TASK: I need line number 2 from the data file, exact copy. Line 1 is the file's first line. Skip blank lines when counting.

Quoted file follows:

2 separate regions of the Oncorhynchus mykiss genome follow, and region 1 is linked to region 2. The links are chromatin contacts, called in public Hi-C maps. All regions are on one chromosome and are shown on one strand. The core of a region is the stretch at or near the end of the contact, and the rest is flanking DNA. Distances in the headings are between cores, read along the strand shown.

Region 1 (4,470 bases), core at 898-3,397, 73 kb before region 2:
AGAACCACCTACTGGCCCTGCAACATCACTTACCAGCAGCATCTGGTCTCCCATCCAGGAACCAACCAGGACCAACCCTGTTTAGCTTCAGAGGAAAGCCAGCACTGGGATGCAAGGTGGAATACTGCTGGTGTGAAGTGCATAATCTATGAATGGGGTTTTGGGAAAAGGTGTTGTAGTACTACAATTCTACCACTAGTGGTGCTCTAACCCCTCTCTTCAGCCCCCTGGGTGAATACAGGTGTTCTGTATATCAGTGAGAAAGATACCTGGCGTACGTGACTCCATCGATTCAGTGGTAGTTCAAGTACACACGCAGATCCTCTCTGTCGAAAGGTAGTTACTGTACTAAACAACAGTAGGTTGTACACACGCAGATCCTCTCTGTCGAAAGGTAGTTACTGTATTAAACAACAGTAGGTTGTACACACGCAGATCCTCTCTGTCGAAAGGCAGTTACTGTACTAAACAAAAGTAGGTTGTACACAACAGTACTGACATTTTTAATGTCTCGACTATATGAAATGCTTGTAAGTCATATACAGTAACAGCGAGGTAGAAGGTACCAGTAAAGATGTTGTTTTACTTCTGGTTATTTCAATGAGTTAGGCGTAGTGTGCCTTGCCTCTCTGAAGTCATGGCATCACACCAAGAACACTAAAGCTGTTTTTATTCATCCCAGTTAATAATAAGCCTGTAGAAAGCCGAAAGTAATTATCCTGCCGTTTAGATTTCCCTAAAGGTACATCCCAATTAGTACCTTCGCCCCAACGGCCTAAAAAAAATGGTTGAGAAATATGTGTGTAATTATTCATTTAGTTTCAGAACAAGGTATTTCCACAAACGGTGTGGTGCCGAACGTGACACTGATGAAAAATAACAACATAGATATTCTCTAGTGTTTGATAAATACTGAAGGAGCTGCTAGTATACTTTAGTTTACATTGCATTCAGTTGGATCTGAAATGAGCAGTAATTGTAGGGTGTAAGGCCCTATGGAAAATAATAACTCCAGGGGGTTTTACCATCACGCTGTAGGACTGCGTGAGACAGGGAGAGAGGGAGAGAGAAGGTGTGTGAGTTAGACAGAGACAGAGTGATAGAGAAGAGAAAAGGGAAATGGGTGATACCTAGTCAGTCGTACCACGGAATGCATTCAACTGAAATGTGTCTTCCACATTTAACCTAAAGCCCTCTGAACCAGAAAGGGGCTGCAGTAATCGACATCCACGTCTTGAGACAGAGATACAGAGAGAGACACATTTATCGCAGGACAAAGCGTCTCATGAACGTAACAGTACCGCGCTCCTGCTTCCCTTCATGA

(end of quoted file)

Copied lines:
Region 1 (4,470 bases), core at 898-3,397, 73 kb before region 2: